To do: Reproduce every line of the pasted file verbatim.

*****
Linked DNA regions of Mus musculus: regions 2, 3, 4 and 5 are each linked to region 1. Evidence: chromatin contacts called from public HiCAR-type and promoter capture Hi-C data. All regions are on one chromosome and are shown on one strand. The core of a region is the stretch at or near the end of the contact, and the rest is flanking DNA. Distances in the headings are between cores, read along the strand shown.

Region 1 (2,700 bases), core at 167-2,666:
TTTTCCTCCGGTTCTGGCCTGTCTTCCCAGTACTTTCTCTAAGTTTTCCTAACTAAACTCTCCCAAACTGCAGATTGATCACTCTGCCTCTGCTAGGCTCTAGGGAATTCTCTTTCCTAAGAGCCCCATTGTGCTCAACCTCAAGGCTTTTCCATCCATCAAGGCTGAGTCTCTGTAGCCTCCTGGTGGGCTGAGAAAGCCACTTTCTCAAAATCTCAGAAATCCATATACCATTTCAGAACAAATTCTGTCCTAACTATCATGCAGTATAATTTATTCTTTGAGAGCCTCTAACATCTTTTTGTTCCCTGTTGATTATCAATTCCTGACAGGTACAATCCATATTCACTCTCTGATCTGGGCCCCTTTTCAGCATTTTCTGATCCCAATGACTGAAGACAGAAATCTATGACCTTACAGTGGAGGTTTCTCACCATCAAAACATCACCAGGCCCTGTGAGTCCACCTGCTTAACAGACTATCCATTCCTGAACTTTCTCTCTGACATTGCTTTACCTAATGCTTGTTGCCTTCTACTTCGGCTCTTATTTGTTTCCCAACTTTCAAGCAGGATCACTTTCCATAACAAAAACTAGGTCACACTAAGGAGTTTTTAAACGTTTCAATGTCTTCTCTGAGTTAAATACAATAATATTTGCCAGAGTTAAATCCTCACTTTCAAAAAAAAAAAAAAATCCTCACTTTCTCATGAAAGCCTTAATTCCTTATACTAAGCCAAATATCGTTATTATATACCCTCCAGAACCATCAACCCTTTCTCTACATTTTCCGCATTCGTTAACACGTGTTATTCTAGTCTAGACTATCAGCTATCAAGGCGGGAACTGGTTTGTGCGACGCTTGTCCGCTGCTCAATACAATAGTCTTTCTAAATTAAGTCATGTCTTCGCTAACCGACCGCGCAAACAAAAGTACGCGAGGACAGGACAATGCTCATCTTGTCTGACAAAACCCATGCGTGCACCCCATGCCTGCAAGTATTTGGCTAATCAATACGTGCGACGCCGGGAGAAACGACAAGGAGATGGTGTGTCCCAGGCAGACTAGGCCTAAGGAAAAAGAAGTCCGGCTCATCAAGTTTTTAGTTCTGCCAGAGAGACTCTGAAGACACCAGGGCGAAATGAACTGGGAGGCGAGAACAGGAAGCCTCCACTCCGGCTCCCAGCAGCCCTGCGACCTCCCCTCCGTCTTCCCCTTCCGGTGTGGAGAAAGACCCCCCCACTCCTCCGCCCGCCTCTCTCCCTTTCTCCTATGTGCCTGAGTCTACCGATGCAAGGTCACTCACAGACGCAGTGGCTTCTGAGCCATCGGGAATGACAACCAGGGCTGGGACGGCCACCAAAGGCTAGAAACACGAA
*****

Linked DNA regions of Mus musculus: regions 2, 3, 4 and 5 are each linked to region 1. Evidence: chromatin contacts called from public HiCAR-type and promoter capture Hi-C data. All regions are on one chromosome and are shown on one strand. The core of a region is the stretch at or near the end of the contact, and the rest is flanking DNA. Distances in the headings are between cores, read along the strand shown.

Region 1 (2,700 bases), core at 167-2,666:
TTTTCCTCCGGTTCTGGCCTGTCTTCCCAGTACTTTCTCTAAGTTTTCCTAACTAAACTCTCCCAAACTGCAGATTGATCACTCTGCCTCTGCTAGGCTCTAGGGAATTCTCTTTCCTAAGAGCCCCATTGTGCTCAACCTCAAGGCTTTTCCATCCATCAAGGCTGAGTCTCTGTAGCCTCCTGGTGGGCTGAGAAAGCCACTTTCTCAAAATCTCAGAAATCCATATACCATTTCAGAACAAATTCTGTCCTAACTATCATGCAGTATAATTTATTCTTTGAGAGCCTCTAACATCTTTTTGTTCCCTGTTGATTATCAATTCCTGACAGGTACAATCCATATTCACTCTCTGATCTGGGCCCCTTTTCAGCATTTTCTGATCCCAATGACTGAAGACAGAAATCTATGACCTTACAGTGGAGGTTTCTCACCATCAAAACATCACCAGGCCCTGTGAGTCCACCTGCTTAACAGACTATCCATTCCTGAACTTTCTCTCTGACATTGCTTTACCTAATGCTTGTTGCCTTCTACTTCGGCTCTTATTTGTTTCCCAACTTTCAAGCAGGATCACTTTCCATAACAAAAACTAGGTCACACTAAGGAGTTTTTAAACGTTTCAATGTCTTCTCTGAGTTAAATACAATAATATTTGCCAGAGTTAAATCCTCACTTTCAAAAAAAAAAAAAAATCCTCACTTTCTCATGAAAGCCTTAATTCCTTATACTAAGCCAAATATCGTTATTATATACCCTCCAGAACCATCAACCCTTTCTCTACATTTTCCGCATTCGTTAACACGTGTTATTCTAGTCTAGACTATCAGCTATCAAGGCGGGAACTGGTTTGTGCGACGCTTGTCCGCTGCTCAATACAATAGTCTTTCTAAATTAAGTCATGTCTTCGCTAACCGACCGCGCAAACAAAAGTACGCGAGGACAGGACAATGCTCATCTTGTCTGACAAAACCCATGCGTGCACCCCATGCCTGCAAGTATTTGGCTAATCAATACGTGCGACGCCGGGAGAAACGACAAGGAGATGGTGTGTCCCAGGCAGACTAGGCCTAAGGAAAAAGAAGTCCGGCTCATCAAGTTTTTAGTTCTGCCAGAGAGACTCTGAAGACACCAGGGCGAAATGAACTGGGAGGCGAGAACAGGAAGCCTCCACTCCGGCTCCCAGCAGCCCTGCGACCTCCCCTCCGTCTTCCCCTTCCGGTGTGGAGAAAGACCCCCCCACTCCTCCGCCCGCCTCTCTCCCTTTCTCCTATGTGCCTGAGTCTACCGATGCAAGGTCACTCACAGACGCAGTGGCTTCTGAGCCATCGGGAATGACAACCAGGGCTGGGACGGCCACCAAAGGCTAGAAACACGAA